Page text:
Tips to shave years off your mortgage
A home loan is the biggest financial deal that most people will strike during their lives, but they often just accept the terms their bank offers and set and forget the mortgage. That can be a costly error. Here are five ways to pay off your loan faster.
- Negotiate a lower interest rate
Rising interest rates and living costs are top of mind for most households right now. Remember, however, that you don’t just have to accept the banks’ rates. The banking and home loans space has never been more competitive, so check to see if your rate is competitive with similar loans and, if it’s not, contact your bank and request a better offer.
A 1 per cent rate reduction can make a huge difference in repayments over the course of a 30-year loan. Based on a $500,000 loan reducing your interest by 1%, it may be possible to save over $106,000 in interest over the life of the loan (see chart below).
Provided you have a good credit rating and the ability to meet repayments, banks will almost certainly want to keep your business. If you don’t ask, they are unlikely to do you any favours.
In a scenario where your current bank won’t budge on the interest rate, it is easier these days to switch mortgages to a different financial institution offering a better rate. This move could result in some annoying paperwork, though.
Please note: The above is based on a $500,000 loan with a 30 year term at 5% interest with zero fees compared to the same loan at an interest rate of 4%. Calculation completed https://moneysmart.gov.au/home-loans/mortgage-switching-calculator
- Get smarter on how you pay down your debt
Many people have multiple debts, including an investment loan, a home loan, and some consumer debts. What they typically do is pay off the investment loan first, rather than their home loan.
Why is that a mistake? Well, an investment loan that has been taken out to buy something that creates income (such as a rental property) is tax deductible. A home loan is not. So, you really want to concentrate on paying off your non-deductible loan first.
- Consider consolidating your debts
Home loans with current interest rates in the 3 per cent to 4 per cent range will usually be your cheapest source of funding. Car or personal loans for holidays, by comparison, will typically come with an interest rate of about 10 per cent, while credit cards are upwards of 20 per cent.
As a result, most financial advisers will advise you to pay down your credit cards and personal loans first, and to then tackle your home loan. Of course, some people may not have the cash-flow to do so, in which case you can discuss with your bank the possibility of consolidating high-interest debts into your mortgage.
Think about it – a credit card $20,000 with a high interest rate will cost you thousands of dollars a year, whereas the same amount in a home loan will only cost you hundreds of dollars at current rates. Over a number of years, that difference can really add up.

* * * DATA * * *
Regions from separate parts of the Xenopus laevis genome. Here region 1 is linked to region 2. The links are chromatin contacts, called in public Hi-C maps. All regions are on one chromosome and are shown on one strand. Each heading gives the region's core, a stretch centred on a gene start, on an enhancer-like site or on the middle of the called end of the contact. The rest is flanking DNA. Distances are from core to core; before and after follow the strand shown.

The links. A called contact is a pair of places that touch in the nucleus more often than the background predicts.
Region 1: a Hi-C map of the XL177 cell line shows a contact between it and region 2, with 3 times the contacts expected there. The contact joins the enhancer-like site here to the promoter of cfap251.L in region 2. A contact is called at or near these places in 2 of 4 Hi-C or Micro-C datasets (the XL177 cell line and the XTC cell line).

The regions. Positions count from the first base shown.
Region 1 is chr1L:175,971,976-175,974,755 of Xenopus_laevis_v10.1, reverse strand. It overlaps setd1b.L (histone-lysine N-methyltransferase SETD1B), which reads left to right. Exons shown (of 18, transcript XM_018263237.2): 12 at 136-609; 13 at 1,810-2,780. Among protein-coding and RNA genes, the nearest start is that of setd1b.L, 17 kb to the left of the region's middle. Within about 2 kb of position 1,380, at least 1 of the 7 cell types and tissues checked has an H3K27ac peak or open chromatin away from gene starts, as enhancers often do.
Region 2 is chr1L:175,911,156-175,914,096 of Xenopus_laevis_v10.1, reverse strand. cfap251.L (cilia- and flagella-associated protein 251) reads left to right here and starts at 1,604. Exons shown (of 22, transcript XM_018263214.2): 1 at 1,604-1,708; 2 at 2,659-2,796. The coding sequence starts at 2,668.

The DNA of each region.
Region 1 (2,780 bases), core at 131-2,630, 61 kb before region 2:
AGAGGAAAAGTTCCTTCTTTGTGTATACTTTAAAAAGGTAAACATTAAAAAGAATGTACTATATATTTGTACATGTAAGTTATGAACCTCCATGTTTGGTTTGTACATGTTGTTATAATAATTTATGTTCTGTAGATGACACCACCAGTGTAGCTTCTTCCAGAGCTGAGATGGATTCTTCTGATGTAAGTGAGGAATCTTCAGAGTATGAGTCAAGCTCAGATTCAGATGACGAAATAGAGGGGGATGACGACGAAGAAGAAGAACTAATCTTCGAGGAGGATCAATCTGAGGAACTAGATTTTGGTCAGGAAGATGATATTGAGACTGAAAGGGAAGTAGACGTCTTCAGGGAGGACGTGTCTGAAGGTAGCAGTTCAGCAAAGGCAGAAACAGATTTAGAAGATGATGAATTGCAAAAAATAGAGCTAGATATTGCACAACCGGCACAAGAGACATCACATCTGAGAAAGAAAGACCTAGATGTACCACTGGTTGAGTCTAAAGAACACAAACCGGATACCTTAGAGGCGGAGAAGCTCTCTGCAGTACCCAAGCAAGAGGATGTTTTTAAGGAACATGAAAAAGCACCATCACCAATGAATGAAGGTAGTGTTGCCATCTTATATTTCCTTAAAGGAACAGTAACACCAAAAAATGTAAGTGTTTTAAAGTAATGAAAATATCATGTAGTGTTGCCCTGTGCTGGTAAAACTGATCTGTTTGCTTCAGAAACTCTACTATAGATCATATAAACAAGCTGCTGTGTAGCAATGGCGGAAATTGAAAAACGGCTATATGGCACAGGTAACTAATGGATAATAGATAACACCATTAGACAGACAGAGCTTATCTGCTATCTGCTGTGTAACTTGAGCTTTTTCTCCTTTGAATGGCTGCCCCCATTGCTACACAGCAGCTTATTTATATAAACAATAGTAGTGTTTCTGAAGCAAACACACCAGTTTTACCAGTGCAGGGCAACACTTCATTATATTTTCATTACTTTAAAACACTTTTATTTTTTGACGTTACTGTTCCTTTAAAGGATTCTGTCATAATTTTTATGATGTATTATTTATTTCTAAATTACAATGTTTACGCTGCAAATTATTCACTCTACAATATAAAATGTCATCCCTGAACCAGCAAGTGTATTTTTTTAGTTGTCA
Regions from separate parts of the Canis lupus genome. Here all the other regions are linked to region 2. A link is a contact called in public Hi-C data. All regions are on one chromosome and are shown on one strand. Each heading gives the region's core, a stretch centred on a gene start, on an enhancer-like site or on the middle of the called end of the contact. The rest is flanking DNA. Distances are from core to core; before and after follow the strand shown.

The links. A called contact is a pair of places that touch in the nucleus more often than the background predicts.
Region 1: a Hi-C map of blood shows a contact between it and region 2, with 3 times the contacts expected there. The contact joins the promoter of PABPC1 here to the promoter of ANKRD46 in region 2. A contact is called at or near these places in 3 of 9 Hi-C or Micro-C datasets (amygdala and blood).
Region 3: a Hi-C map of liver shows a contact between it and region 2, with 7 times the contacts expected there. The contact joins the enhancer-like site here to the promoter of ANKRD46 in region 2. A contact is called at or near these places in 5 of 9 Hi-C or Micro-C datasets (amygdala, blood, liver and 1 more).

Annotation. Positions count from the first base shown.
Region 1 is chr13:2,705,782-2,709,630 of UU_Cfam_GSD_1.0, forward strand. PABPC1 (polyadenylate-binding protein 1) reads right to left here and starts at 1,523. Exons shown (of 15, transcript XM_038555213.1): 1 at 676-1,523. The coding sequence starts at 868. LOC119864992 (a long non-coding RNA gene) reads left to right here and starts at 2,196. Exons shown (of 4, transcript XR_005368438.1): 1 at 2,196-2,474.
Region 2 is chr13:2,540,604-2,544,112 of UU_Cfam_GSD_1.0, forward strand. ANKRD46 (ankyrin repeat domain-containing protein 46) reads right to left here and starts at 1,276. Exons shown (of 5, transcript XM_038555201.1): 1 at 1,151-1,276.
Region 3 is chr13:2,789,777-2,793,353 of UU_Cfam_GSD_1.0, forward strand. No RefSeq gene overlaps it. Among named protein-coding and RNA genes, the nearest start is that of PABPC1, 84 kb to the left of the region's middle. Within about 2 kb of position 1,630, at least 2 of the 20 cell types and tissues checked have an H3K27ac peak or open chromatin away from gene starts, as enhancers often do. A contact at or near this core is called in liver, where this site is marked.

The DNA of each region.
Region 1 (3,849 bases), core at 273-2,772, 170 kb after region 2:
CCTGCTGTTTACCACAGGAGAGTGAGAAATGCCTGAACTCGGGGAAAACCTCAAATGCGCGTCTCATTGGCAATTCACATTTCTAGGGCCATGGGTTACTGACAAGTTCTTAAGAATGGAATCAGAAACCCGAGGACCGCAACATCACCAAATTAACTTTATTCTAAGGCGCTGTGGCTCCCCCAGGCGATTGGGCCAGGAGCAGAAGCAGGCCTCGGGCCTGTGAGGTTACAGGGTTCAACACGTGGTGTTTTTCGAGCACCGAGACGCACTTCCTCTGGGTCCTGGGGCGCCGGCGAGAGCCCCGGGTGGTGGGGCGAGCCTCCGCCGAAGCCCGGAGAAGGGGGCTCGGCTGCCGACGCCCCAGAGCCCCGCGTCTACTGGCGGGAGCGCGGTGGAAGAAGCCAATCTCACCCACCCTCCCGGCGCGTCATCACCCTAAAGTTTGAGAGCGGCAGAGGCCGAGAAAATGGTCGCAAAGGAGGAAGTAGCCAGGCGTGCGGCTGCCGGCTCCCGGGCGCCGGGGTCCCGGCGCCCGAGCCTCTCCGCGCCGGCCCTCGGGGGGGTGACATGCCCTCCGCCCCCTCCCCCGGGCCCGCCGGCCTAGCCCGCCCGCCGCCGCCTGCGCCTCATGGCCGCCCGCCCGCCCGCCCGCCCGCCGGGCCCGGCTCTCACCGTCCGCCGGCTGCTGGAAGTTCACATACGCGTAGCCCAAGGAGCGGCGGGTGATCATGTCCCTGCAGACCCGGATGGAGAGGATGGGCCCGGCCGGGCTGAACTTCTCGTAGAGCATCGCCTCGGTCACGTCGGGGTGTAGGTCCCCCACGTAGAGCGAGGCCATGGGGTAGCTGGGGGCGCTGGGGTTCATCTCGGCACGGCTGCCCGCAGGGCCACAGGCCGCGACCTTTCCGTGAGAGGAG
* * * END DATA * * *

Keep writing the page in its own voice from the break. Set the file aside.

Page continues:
- Make additional repayments
Of course, adding debt to your home loan will increase the time it takes to pay off your mortgage – unless you make extra repayments.
This all comes down to your cash flow. Now is the perfect time to review budgets and cash flow to see if you can free up some money to pay off debt commitments. A tax return or a work bonus could also be pumped into your mortgage, for example. Every bit helps.
Another popular way to make extra repayments is to switch to fortnightly mortgage payments. By making 26 fortnightly repayments rather than 12 monthly payments, you’re essentially making an extra monthly payment off your loan a year. This shortens the life of the loan and cuts the amount you need to pay.
- Consider an offset account
An offset account is a savings or transaction account linked to your mortgage. Any surplus savings that aren’t being used can sit in the offset account and this reduces your debt and the interest you pay on the loan. In turn, this helps you pay off our loan faster.
Some people opt for a redraw facility whereby they put all their mortgage payments into their home loan, but this can be risky as many people redraw more money than they put in. This means they can actually go backwards.
Finally, it is worth making the point that people who fall into financial strife and are struggling to pay off their mortgage should talk to their bank. Most banks are open to negotiations if their customers are in distress and they may be able to put payments on hold, or consider hardship provisions.
However, act sooner rather than later. Putting your head in the sand if finances are tough will only make things worse.
Seeking advice to pay off your mortgage faster can dramatically change your financial outlook. So, click here to find out more and get in touch with one of Australia’s leading wealth-management firms.
The above information is general in nature, it is not meant to be relied on in making financial decisions. The article was written by David van den Berg an authorised representative (AR number 263500) of Adrians Wealth Management Pty Ltd AFSL 522841. It is recommended you speak with your Financial Adviser, Financial institution and/or Mortgage broker before you make any changes to your loan facility.
No representation is given, warranty made or responsibility taken about the accuracy, timeliness or completeness of information sourced from third parties. Because of this, we recommend you consider, with or without the assistance of a financial adviser, whether the information is appropriate in light of your particular needs and circumstances.